By Sondra Shapiro
I am a Facebook user. Mostly I post for this publication’s page. Occasionally I share a photo or two of my cats or peruse the pages of high school classmates and long lost friends. Facebook appeals to my nosey nature.
Until recently, I assumed Facebook was the great generational equalizer. While ageism has been found in the workplace, media and other institutions, my experiences led me to believe the social networking site was a place where young and old come together in age neutral territory.
As I skim posts, it is clear that young and old are often “friends” — meaning they are members of the same Facebook group. I often notice exchanges between grandparents and grandkids. Groups that represent older Americans such as AARP have Facebook pages. In fact, a 2012 Pew Internet research study found that as of December 2012, 52 percent of Internet users between the ages of 50 and 64 were using social networking sites such as Facebook and 32 percent of Internet users age 65 and older were doing so. These facts made me feel Facebook went against the societal norm.
Then my naïve assumptions were quashed after reading the results of a Yale University study that revealed ageism is commonplace on Facebook — a hard fact for this poster to swallow. Facebook is being used to perpetuate rather than halt aging bias. Researchers analyzed 84 groups that included about 25,000 members. The sites were created by people between the ages of 20 and 29. Using 75 search words such as senile, decrepit, old, aged, retired and experienced, the researchers found only one group that didn’t include a negative stereotype — that belonged to individuals dedicated to the Lord Of the Rings character Gandalf.
“Facebook has the potential to break down barriers between generations; in practice, it may have erected new ones,” observed study leader Becca Levy, Ph.D., associate professor and director of the Social and Behavioral Sciences Division at the Yale School of Public Health,
The study was recently featured in the online version of The Gerontologist. Researchers from the University of Cali-fornia in Berkeley, Hopkins School in New Haven and Hunter College in New York co-authored the study with the Yale investigators — the first of age stereotypes that appear on social-networking sites.
Often posters described older people — anyone over age 60 — as being “mental” and/or “physically incompetent.” In some cases, executing the aged was proposed such as this one post that suggested anyone “over the age of 69 should immediately face a firing squad.”
Another poster wrote, “I hate everything about them, from their hair nets in the rain to their white Velcro sneakers. They are cheap, they smell like (expletive deleted) … they are senile, they complain about everything, they couldn’t hear a dumptruck …”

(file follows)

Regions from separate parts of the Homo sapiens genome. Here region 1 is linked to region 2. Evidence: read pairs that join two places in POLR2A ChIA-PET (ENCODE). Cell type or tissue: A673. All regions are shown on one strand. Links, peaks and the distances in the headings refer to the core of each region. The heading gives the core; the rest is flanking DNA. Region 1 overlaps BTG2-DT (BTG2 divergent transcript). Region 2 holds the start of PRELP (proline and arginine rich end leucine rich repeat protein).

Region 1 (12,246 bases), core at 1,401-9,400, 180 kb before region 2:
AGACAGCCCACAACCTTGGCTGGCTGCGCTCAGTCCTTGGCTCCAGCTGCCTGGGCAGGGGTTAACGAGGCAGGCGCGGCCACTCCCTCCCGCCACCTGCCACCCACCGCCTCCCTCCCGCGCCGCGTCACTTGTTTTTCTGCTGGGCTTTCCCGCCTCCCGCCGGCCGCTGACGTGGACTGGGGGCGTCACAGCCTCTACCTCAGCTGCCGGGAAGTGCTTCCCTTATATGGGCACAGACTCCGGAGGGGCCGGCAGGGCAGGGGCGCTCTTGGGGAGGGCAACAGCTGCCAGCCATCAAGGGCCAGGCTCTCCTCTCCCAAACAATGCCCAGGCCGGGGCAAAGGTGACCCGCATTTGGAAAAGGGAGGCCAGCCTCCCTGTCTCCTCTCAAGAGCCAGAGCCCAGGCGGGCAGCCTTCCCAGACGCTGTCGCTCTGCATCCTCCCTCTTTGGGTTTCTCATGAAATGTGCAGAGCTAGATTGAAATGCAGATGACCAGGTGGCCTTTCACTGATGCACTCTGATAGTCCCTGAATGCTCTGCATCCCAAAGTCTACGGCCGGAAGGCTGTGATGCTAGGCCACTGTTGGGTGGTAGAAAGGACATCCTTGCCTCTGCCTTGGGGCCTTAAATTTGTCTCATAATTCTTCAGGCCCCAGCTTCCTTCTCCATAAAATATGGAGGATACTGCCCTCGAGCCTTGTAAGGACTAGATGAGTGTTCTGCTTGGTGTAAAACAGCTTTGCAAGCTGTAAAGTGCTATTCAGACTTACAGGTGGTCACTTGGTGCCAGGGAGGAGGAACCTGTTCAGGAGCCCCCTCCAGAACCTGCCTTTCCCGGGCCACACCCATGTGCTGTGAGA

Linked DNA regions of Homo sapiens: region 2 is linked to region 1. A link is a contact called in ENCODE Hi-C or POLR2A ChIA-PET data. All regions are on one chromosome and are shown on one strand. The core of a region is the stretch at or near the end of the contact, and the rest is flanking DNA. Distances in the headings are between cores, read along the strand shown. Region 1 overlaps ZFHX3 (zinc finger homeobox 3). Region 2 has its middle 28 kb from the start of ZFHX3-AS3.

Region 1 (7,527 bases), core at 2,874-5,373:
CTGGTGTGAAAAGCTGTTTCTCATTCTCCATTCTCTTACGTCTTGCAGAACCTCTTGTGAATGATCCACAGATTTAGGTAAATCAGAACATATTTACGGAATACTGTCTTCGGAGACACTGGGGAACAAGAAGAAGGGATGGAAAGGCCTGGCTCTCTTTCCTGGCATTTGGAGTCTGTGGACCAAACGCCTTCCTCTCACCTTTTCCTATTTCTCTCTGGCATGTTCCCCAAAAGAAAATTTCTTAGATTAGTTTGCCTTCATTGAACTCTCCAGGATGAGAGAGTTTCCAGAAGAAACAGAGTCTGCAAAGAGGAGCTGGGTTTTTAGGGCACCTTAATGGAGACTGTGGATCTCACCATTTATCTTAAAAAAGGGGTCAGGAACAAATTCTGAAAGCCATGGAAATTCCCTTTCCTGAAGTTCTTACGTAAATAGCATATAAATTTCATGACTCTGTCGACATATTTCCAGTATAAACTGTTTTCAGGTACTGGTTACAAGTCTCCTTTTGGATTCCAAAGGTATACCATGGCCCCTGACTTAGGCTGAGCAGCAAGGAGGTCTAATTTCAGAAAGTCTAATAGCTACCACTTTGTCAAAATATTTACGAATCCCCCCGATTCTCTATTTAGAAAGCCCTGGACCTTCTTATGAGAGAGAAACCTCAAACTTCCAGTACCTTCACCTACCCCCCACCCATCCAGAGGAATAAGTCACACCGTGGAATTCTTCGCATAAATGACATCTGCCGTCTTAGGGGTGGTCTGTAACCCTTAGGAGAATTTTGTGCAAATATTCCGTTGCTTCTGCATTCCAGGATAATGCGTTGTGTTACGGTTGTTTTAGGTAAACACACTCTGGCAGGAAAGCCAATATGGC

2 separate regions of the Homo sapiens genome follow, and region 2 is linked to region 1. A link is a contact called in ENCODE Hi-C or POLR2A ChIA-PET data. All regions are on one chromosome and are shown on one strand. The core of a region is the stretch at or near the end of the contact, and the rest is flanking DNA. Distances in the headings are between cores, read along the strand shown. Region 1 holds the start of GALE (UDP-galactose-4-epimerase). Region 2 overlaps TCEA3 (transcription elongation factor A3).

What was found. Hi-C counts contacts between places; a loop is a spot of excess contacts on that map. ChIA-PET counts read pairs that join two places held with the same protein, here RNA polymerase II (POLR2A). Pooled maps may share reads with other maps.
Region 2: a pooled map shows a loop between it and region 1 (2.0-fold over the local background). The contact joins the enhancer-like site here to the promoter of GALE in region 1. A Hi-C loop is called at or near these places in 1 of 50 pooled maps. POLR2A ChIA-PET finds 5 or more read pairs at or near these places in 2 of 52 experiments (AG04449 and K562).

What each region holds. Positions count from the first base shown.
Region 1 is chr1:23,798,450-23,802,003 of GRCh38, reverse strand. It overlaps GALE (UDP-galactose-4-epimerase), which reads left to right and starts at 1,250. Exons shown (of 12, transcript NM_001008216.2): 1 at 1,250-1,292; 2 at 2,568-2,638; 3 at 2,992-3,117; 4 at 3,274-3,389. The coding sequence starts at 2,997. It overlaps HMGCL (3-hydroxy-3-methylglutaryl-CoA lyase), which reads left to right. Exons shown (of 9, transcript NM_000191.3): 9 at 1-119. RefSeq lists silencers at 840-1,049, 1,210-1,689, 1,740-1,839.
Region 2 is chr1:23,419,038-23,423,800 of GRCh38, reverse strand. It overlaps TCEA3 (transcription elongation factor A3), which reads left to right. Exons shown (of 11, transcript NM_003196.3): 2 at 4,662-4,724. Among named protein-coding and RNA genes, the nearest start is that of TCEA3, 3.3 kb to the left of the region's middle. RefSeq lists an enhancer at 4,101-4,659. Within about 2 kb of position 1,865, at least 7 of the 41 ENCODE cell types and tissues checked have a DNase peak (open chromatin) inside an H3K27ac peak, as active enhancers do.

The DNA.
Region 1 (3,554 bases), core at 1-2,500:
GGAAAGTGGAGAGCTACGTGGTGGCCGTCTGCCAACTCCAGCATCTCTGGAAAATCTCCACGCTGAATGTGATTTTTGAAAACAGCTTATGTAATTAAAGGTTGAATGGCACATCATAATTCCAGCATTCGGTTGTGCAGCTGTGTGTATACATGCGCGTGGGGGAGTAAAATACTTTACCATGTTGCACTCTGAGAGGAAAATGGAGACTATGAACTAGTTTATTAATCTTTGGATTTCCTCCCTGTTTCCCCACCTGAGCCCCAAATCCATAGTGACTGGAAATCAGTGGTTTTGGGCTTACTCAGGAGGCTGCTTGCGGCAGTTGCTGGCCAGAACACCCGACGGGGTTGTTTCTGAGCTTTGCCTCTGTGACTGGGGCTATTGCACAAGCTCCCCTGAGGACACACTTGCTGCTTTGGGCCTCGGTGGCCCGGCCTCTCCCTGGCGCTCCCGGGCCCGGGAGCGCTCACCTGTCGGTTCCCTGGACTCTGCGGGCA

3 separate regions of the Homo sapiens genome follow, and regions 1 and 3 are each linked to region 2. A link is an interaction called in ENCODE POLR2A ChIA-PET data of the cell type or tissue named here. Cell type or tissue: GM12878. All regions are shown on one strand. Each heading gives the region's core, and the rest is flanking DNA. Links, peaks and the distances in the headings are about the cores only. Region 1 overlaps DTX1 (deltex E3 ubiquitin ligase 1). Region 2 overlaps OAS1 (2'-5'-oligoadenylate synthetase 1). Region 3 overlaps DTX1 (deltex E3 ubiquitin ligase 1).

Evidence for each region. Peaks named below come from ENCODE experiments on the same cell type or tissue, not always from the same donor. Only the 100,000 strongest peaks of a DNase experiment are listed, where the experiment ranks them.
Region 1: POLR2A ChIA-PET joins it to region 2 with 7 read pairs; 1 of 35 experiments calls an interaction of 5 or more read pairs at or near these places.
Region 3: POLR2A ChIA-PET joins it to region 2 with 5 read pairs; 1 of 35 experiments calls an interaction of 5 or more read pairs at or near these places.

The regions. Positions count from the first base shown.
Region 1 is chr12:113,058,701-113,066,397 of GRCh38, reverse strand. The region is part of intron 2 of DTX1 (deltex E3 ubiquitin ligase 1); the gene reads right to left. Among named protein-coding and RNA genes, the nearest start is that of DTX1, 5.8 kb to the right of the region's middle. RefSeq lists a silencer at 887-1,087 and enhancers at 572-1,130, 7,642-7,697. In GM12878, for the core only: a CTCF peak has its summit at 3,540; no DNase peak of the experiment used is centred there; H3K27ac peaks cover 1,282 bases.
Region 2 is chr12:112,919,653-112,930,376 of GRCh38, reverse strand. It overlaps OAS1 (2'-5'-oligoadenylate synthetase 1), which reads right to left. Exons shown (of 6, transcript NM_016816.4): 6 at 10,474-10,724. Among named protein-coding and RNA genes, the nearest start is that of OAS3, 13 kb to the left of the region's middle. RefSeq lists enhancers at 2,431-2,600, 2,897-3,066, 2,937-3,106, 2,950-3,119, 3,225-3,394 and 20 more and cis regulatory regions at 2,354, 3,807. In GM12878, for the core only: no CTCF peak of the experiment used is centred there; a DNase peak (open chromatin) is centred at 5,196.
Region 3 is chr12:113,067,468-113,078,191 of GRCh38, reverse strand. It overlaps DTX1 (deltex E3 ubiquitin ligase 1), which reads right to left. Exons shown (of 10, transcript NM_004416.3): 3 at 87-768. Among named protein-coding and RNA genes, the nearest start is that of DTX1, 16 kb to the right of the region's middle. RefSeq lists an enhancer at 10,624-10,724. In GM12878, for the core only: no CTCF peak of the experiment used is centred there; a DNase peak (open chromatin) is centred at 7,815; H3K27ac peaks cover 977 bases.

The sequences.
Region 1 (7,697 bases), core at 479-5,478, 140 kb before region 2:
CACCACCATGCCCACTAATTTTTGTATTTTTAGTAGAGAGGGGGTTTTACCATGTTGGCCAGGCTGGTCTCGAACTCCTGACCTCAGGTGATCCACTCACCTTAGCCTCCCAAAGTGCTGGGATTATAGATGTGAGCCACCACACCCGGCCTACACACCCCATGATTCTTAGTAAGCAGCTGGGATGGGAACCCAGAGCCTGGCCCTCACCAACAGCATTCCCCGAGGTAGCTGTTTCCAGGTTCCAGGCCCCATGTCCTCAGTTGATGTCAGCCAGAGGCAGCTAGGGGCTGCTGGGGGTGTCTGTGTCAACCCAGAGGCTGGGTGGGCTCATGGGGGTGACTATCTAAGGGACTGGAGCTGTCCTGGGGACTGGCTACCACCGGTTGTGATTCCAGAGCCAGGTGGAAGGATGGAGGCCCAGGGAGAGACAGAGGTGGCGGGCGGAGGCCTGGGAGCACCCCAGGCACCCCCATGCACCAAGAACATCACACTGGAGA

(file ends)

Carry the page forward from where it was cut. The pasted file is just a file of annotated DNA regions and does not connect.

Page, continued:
According to the study’s summery, 74 percent of the groups excoriated older individuals, 27 percent infantilized them and 37 percent advocated banning them from public activities, such as shopping and driving.
Levy stated that Facbook officially forbids hate speech in its Community Standards list that includes mentions of race, ethnicity, national origin, religion, sex, gender, sexual orientation and disability and disease. But, it does not include hateful words against older people.
In response to the Yale study, Facebook delivered the following statement: “Direct statements of hate against particular communities violate our Statement of Rights and Responsibilities and are removed when reported to us. However, groups that express an opinion on a state, institution or set of beliefs even if that opinion is outrageous or offensive to some do not by themselves violate our policies.”
There are millions of Facebook groups so the groups analyzed represent only a fraction of Facebook’s global user base. But unless the researchers had the bad luck to study the few groups that show age bias, it’s not a stretch to conclude that ageism is the norm.
With so many older people posting these days, what’s to keep a senior from stumbling upon one of these hateful sites? Perhaps the posters don’t care that their words can be hurtful. I am not suggesting we limit free speech, but social networking has become a common way for individuals to socialize. Its users should show better manners. It is up to Facebook to act responsibly by adding older people to its Community Standards list.
Sondra Shapiro is the executive editor of the Fifty Plus Advocate. Email her at firstname.lastname@example.org. And follow her online at www.facebook.com/fiftyplusadvocate, www.twitter.com/shapiro50plus or www.fiftyplusadvocate.com